Friendly Ties, Lost at Sea

Turkish ship Mavi Marmara with Israeli troops on board approaches the southern port of Ashdod on May 31, 2010, after the Israeli navy raided a flotilla of aid ships bound for Gaza, killing several passengers and sparking international outrage. (MENAHEM KAHANA/AFP/Getty Images) The Mavi Marmara approaches the southern Israeli port of Ashdod on May 31, 2010, after the Israeli navy raided a flotilla of aid ships bound for Gaza, killing several passengers and sparking international outrage.(MENAHEM KAHANA/AFP/Getty Images)

The Mavi Marmara approaches the southern Israeli port of Ashdod on May 31, 2010, after the Israeli navy raided a flotilla of aid ships bound for Gaza, killing several passengers and sparking international outrage.(MENAHEM KAHANA/AFP/Getty Images)

The Israeli military’s boarding of the Gaza-bound aid ship Mavi Marmara on May 31, 2010, resulting in the deaths of several Turkish citizens, sent shockwaves around the world. The relationship between the two countries had been tense from 2009, with Israel’s incursion into the Gaza Strip and Turkish Prime Minister Recep Tayyip Erdoğan’s decision to walk out of a Davos panel after an argument with Israeli president Shimon Peres. Yet nobody expected a crisis as severe as the one that ensued. After all, only a few years before, Israeli–Turkish relations had been regarded by both sides as a strategic partnership.

Looking back, questions still linger as to what really happened four years ago today. Was it a premeditated strategy to teach Turkey a lesson, or did events just spiral out of control? A new book has now turned the spotlight onto an unusual suspect in the ongoing saga. Oğuz Çelikkol, Turkey’s ambassador to Tel Aviv during the Mavi Marmara incident, recently released a book, From One Minute to Mavi Marmara, a reference to the Davos incident and the Freedom Flotilla raid that, over a one-year period, seriously impacted Turkey’s relations with Israel.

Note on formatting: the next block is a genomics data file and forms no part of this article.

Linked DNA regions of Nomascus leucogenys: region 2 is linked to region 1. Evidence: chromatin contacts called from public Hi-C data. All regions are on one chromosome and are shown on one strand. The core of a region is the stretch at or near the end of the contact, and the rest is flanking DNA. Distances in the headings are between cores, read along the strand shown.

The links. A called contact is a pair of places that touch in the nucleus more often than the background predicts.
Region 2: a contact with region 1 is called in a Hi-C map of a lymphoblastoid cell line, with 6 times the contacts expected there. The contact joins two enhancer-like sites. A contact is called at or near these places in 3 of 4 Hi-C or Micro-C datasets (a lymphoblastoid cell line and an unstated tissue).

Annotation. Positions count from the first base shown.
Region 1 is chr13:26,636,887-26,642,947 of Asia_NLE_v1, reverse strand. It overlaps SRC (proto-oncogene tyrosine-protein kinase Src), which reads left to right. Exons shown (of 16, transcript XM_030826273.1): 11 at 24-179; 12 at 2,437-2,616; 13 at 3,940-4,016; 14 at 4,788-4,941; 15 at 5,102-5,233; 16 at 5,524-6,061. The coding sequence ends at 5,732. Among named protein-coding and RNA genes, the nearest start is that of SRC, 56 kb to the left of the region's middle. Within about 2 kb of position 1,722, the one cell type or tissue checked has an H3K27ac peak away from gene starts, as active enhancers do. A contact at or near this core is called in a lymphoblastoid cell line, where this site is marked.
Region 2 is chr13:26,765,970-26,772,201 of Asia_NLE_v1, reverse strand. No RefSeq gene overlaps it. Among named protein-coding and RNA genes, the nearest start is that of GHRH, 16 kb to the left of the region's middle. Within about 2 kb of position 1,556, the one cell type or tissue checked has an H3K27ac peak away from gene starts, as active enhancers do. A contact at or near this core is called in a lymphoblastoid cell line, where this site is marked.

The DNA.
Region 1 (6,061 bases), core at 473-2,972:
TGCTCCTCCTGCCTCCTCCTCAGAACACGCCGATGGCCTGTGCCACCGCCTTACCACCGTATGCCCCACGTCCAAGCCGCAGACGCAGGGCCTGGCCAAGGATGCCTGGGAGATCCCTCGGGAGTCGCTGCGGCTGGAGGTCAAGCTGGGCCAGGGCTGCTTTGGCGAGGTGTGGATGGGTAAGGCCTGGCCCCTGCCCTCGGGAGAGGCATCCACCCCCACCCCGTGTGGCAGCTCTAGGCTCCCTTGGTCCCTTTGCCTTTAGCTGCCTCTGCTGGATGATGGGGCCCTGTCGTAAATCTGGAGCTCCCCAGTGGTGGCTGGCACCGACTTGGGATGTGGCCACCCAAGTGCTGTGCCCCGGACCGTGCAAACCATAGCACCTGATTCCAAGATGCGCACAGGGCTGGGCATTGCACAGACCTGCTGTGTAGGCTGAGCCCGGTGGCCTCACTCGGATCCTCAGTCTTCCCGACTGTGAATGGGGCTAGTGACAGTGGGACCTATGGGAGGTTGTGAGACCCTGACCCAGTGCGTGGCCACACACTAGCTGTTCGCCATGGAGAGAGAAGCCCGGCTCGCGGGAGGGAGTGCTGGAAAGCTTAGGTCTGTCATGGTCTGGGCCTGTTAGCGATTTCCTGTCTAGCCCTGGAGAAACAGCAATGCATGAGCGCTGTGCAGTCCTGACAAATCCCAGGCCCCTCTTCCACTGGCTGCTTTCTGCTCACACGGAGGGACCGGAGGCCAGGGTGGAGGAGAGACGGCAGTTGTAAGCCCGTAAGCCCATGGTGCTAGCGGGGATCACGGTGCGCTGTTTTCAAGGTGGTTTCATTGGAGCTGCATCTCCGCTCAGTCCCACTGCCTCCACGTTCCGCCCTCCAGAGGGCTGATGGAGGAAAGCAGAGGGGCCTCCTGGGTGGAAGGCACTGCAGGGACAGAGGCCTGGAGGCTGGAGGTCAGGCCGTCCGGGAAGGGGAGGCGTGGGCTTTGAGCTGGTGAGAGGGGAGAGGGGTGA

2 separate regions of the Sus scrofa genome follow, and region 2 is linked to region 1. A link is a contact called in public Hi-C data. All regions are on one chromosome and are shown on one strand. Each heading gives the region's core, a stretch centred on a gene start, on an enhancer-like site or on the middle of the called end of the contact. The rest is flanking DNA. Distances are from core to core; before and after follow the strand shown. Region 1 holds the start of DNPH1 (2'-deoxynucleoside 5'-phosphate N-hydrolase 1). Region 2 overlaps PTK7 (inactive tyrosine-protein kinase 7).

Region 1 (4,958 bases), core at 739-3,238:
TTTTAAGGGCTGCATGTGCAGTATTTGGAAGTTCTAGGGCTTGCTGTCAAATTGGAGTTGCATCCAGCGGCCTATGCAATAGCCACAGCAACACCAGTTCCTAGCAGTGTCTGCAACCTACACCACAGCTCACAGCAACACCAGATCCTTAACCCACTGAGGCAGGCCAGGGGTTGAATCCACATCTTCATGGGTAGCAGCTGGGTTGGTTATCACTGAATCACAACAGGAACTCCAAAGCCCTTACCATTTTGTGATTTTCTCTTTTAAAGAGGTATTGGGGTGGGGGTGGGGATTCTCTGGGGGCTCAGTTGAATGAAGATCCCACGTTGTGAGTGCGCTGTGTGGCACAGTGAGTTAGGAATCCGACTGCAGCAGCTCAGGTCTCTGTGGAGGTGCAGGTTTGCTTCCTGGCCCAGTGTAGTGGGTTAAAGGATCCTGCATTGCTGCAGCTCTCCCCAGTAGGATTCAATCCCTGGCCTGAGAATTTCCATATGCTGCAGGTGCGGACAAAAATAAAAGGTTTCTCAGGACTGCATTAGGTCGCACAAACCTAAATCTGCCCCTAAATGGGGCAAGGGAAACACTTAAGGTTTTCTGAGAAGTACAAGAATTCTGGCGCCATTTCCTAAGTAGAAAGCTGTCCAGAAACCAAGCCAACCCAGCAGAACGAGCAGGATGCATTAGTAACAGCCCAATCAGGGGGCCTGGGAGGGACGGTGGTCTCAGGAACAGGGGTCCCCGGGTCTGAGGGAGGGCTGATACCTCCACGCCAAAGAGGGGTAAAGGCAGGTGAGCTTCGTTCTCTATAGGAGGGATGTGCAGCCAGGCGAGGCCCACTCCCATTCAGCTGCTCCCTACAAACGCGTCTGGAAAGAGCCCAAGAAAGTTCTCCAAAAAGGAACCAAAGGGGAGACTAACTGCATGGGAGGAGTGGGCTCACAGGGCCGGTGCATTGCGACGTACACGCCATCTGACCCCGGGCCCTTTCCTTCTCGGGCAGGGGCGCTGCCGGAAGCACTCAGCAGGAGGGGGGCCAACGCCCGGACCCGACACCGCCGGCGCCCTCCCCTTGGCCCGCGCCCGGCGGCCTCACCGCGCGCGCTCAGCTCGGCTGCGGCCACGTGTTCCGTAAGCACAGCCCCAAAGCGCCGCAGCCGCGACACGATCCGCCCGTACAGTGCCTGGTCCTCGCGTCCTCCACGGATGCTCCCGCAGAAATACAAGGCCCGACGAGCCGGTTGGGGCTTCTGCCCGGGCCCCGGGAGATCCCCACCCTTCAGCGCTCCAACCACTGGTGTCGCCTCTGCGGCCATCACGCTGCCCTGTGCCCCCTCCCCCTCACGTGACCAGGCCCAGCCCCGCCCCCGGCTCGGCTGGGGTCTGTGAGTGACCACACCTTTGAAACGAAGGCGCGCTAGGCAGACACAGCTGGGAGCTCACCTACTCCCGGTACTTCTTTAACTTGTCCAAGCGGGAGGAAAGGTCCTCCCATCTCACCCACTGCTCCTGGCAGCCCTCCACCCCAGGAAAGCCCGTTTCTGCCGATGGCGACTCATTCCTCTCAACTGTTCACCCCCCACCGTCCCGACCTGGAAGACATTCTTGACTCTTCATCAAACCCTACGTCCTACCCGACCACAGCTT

It his book, Çelikkol accuses the Egyptian government, then headed by Hosni Mubarak, of playing a role in the tragic events of May 31, 2010.

“We did not expect Israel to let the Flotilla go to Gaza, we thought they would intervene but use other methods,” Çelikkol told me in a recent interview, adding that a military intervention on the scale of what took place came as a surprise. As in previous incidents, the organizers of the Flotilla expected Israel to use methods like making the ship’s propeller malfunction or waiting until it reached Israeli territorial waters and then issuing a warning. In addition, the Turkish side had told the Israelis that the ship was expected to turn away from Gaza and sail to an Egyptian port at the last minute. “We advised the Israeli side to be calm, to look at it from a humanitarian perspective, and told them that one way or the other the ship would be diverted to Egypt,” Çelikkol writes.

“I’ve been wondering about whether the Israeli side possessed incorrect information about the possible presence of weapons on the ship, or about the fact that there could have been armed resistance to their intervention,” said Çelikkol. What led him to this suspicion was an incident that took place during the evacuation of the ship’s passengers and crew to Turkey. Çelikkol received instructions from Ankara that all Turkish and foreign nationals who were on the Mavi Marmara should be flown to Turkey on planes send to Israel by the Turkish government. During the evacuation, an Egyptian on board one of the planes that was preparing to fly to Turkey decided to deplane at the last minute. When the Turkish Embassy inquired about the incident, they were told that the Egyptian got off the plane of his own will and that he was later picked up by officials from Egypt’s embassy in Israel.

“We later heard rumors that this person was a member of Egyptian intelligence,” said Çelikkol, who speculated that this suspected Egyptian intelligence officer had given the Israelis misleading information about the ship. “We know that Israeli soldiers searched the ship for weapons and were astonished not to find any,” said the former ambassador.

The Egyptian government of the day had motive to weaken relations between Israel and Turkey, Çelikkol argues in his book: “It could be thought that the Mubarak regime, which wanted to maintain its claim to be the key country in the eyes of United States for the security of Israel, would not mind a break-up in Turkish–Israeli relations; it could have even wish to encourage a physical conflict.”

All views expressed in this blog post are those of the author and do not necessarily represent the views of, and should not be attributed to, The Majalla magazine.


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